It’s been awhile since I’ve written about Real True Work. My friend, Michael Langlois, reminded me of why I talked about it in the first place. This week. He’s at South by Southwest (#SXSW) talking about psychotherapy and video games and tagged me in a post stating he is enjoying pursuing his real true work. (I’m super happy for him).
I got off track with my real true work. I went down a path that closed my therapeutic practice and edged toward business coaching. The coaching thing was all wrong for me. It wasn’t that I couldn’t make money. I did. The problem was, my heart wasn’t in it. I didn’t feel that certain somthin’-somethin’ you get when the work you do resonates with who you are.
So I shifted back to the therapy and plodded my way back to a full practice, working with my good friend, Allison Andrews. We have big plans and are taking steps every day to make them real.
Faith in what is real and true
To do this work, Allison and I have had to have faith in what we know and who we are. What we bring to our work with families of children with ADHD and autism is what we call “game.” We know our shit. We know what we know because of who we are who we parent and our education ad training. No one can do the work we do the way we do it because they are not us. And we freaking rock. Clients come to see us from miles away. They give up their Friday nights, Saturday mornings. They pay on time. I have several clients who tracked me down to settle their bills, rather than the other way around.
There is a resonance between our clients and ourselves. And the only way that vibration is sustainable is when we believe in ourselves, our approach, our style and our worth.
What we do looks different from other therapy practices. We sit on the floor. We laugh a lot with our clients. We share a bit of ourselves when it makes sense to do that. We’re moving to a new office and we have plans to install a disco ball, a chalkboard wall and have our clients create the playlists of songs we play in the waiting room.
Our practice will never look like yours or the one down the hall. You business shouldn’t look like ours, either. We do what is real and true to us. You have to do the same.
The key to this is…having faith in who you are and what you do is tricky. You need to believe in yourself because there are no models to follow in being you in your unique workspace. You also need to have some solid insight into your strengths and weaknesses and, again, put your faith in your strengths. Just because treating a particular issue is in demand or lucrative, doesn’t mean you should build your work around it. Nor can you chase rainbows hoping that treating your version of a problem is going to be in demand. You need to have your feet on the ground and continue believe that what you do matters and then rock at it daily. See why this requires faith?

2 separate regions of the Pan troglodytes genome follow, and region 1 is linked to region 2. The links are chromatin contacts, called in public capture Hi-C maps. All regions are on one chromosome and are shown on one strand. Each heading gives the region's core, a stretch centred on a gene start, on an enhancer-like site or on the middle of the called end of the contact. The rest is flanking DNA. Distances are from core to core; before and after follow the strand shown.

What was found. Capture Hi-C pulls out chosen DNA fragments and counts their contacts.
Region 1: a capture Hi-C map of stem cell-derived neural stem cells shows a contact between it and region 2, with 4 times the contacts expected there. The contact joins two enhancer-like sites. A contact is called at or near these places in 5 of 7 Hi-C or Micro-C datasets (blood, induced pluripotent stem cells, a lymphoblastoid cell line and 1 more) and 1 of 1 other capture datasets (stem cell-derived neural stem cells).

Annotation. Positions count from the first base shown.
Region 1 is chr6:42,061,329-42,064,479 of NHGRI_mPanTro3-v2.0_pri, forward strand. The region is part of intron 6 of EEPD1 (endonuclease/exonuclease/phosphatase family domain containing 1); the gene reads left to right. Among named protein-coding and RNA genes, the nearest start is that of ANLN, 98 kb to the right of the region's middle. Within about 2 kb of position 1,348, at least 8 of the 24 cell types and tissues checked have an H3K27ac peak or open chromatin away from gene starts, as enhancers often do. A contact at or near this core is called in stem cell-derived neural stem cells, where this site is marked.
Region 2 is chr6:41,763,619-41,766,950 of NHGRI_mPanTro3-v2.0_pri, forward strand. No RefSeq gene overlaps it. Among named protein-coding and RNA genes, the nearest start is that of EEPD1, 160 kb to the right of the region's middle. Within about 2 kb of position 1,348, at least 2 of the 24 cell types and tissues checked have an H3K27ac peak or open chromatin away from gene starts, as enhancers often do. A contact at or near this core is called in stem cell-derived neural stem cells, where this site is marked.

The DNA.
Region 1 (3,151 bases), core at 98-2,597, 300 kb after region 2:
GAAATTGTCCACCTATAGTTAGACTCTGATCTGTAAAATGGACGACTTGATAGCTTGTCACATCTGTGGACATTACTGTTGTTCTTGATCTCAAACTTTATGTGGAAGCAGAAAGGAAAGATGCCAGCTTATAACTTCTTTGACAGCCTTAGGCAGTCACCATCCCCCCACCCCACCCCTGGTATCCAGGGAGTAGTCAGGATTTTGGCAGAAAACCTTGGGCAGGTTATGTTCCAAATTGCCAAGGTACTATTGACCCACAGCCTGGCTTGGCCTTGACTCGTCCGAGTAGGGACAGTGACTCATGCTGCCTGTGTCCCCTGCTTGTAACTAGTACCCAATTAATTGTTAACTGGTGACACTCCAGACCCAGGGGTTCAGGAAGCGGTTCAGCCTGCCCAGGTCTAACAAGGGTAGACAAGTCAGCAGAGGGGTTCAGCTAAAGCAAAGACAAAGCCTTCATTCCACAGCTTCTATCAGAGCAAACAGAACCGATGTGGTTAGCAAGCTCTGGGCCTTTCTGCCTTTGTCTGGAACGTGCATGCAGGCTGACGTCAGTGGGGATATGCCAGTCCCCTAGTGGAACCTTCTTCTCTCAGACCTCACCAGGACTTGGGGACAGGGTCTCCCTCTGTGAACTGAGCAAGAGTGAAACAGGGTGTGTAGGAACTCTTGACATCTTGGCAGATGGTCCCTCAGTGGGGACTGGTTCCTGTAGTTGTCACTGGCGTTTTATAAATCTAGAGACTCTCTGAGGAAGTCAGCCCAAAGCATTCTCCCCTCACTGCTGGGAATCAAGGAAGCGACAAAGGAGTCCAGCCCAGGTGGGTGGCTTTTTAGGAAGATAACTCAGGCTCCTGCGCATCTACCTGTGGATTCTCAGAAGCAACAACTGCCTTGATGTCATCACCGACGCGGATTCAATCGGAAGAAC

Which brings us to trust
Faith and the belief in who you are and what you do is one thing, trusting you can build something that makes a difference and money is another.
The first place to put your trust is in yourself. You need to trust your gut and instincts. You need to trust your intuition. And you need to trust that when you head down a wrong path (and you will) you have the smarts and strength to turn around and tweak what needs tweaking before things get out of hand.
You need to trust that you are putting something into the world that matters even when only a few people know about it.
You need to trust yourself in the face of others’ ambivalence about your work.
Ultimately, you need to trust that building the work you do is a process and the path is long with ups and downs and you will come out ahead in the end.
Lessons in Business, Faith and Trust
This is my third rendition of building my practice. And this time, the pieces are all in place for us to grow something bigger than us. We have a vision, we have a plan, we have trust in our work and each other, and faith this constellation of good stuff works out the way we think it will.
While it could be overwhelming and scary, it isn’t at all because we have faith in ourselves and the process to bring us to the right place.
It hasn’t been a straight line. We’ve had bumps and had to change course a few times. But since we have the faith and the trust, we didn’t freak out, we didn’t panic. We calmly regrouped, shifted our focus, took our time.
There’s no workbook or class on faith and trust in ourselves. That inner game is really what set apart those who make a business work and those who give up. The moving parts of a business aren’t complex or secrets. The key really is faith in who you are and trust that you have what it takes.